AMY GOODMAN: I remember at that time, you know, the descriptions of those who were rising up being arsonists and vandals and gang members. Martin Luther King famously talked about a riot being the language of the unheard. Also, Juan, you were covering the L.A., what were called “riots.” Elizabeth Hinton, if you can talk about the language used to describe this — I mean, you use the word “rebellion” — and what it means when they’re called “riots,” when people are called “vandals” and “arsonists,” but the police are not called “murderers”?
ELIZABETH HINTON: Right. And so, you know, this goes back to this crucial moment in the ’60s where, beginning with Harlem in ’64, Lyndon Johnson labeled this political violence as a “riot,” basically ignoring the underlying socioeconomic grievances, that were shared with the mainstream civil rights movement, that drove people to resort to political violence in the first place. And in labeling them riots and criminal, and ignoring the demands for job and better housing and better policing and protection from white vigilante terror, and full political and economic inclusion in American society, that drove the rebellions themselves, and calling them criminal, then the only solution becomes not what residents themselves want, but the police. And so, this is partly why terminology is so important. And also, you know, many of the people who participated in these instances of collective violence understood themselves as rising up, as rebelling, not as rioting, not as something that was criminal. And we’ve really got to get out of this criminal framework through which we understand these forms of political violence.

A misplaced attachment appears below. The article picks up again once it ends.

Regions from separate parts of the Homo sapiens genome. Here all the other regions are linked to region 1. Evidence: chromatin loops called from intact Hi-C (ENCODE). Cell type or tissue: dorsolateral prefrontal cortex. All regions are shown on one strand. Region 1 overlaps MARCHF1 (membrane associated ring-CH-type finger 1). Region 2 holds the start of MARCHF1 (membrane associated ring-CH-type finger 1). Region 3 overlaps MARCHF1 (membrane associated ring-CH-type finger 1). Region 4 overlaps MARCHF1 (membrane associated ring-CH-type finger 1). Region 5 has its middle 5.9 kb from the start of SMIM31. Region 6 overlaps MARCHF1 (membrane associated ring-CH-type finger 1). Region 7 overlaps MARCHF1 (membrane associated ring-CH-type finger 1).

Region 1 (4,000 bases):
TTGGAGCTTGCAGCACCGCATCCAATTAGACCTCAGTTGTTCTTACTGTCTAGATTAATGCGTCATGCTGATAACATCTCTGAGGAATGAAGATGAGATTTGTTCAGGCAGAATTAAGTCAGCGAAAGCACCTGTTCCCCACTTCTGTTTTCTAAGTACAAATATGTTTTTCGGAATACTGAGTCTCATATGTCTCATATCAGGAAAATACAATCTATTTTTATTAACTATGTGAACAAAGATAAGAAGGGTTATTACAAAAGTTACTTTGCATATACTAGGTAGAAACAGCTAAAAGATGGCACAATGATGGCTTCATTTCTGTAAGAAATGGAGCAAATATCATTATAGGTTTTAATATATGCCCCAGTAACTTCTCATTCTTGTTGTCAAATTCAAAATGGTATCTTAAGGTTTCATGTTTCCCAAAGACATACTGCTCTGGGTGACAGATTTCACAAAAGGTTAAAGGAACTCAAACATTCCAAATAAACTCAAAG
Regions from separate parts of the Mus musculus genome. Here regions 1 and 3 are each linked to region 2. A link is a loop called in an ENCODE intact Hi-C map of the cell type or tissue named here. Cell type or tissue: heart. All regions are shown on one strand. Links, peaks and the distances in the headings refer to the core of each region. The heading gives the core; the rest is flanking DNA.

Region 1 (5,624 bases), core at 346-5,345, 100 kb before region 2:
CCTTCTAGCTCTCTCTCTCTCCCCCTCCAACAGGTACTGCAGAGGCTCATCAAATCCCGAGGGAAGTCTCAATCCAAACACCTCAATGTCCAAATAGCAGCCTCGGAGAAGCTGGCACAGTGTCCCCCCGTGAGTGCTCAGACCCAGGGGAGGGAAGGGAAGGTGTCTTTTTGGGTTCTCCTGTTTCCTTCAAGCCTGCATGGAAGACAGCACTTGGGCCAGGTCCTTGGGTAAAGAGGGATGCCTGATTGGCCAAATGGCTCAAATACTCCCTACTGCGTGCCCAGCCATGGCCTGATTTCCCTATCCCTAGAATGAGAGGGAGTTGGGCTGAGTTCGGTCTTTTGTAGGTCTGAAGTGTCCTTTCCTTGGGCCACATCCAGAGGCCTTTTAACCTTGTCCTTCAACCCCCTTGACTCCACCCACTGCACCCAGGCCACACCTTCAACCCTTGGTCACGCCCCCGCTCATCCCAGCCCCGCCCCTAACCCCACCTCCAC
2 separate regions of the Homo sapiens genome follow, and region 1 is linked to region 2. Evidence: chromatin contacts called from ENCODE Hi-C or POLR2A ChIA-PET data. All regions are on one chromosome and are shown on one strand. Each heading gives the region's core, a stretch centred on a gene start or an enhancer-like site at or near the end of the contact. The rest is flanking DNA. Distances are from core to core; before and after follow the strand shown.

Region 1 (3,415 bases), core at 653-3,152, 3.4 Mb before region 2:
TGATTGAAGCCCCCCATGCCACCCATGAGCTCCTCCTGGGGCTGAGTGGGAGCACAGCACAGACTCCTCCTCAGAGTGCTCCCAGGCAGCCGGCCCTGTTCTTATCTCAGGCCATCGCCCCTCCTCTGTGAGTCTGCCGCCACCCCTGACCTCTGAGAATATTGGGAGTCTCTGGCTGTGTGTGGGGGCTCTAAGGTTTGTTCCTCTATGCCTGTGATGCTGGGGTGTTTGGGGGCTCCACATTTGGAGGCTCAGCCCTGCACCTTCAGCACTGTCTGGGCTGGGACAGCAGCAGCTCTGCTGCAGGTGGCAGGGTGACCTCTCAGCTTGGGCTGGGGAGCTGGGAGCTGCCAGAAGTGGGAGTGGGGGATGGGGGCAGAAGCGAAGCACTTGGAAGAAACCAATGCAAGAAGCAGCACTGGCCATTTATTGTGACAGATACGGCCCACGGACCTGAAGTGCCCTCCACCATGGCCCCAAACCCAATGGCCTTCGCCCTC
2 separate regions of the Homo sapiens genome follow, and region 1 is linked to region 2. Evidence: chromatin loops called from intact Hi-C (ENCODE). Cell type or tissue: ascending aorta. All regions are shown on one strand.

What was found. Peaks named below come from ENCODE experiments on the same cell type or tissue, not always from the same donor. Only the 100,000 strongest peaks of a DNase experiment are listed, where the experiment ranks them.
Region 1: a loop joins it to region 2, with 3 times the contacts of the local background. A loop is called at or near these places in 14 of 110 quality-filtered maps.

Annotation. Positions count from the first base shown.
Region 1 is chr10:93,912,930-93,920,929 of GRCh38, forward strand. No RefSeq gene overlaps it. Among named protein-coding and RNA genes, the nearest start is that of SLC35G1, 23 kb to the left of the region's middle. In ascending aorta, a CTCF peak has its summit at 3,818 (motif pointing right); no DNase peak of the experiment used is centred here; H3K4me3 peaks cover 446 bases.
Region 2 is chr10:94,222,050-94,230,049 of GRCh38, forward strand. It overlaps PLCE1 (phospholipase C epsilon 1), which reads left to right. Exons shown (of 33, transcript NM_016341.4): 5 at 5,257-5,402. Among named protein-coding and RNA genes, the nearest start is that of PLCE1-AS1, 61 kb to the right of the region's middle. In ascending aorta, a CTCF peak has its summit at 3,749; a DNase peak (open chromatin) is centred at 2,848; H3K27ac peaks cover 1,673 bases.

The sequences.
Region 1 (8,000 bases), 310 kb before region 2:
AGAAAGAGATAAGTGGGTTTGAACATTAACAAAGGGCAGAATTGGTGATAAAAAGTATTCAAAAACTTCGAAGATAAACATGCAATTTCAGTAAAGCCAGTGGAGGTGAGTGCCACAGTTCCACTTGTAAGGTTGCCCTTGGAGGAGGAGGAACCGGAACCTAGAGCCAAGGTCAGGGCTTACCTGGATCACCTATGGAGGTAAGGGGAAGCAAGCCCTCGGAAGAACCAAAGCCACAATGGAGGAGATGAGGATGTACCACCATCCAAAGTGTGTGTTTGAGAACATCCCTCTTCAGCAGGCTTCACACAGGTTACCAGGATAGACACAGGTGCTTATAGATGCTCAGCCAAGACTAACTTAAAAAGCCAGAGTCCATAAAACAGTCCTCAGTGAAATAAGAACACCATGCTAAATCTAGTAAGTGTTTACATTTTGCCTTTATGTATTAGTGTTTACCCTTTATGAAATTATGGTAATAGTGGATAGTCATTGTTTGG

I think the other — that Barr quote is so illustrative and also gets to one of the points that Juan just raised, which is that the L.A. rebellion in 1992 was also thoroughly multiracial. And in addition to targeting gangs, so-called gangs, the federal government also, with the support and help of what was called INS at the time, also blamed, quote-unquote, “illegal aliens” for the violence. And so, the rebellion provided law enforcement authorities an opportunity to target two groups that had — that they had long been the subject of both national security and law enforcement attention. And again, you know, policymakers ignored the kind of larger grievances behind the rebellion, both the injustice that was the acquittal of the four officers for the brutal beating of Rodney King, kind of the first viral video of police violence, but also rampant inequality, unemployment and problems of violence and crime in many communities of color in Los Angeles that were not being adequately addressed, that were not being addressed with robust social programs but were being managed by a heavy-handed, militarized police that was literally rounding up people of color and arresting them en masse, beginning really in the 1980s.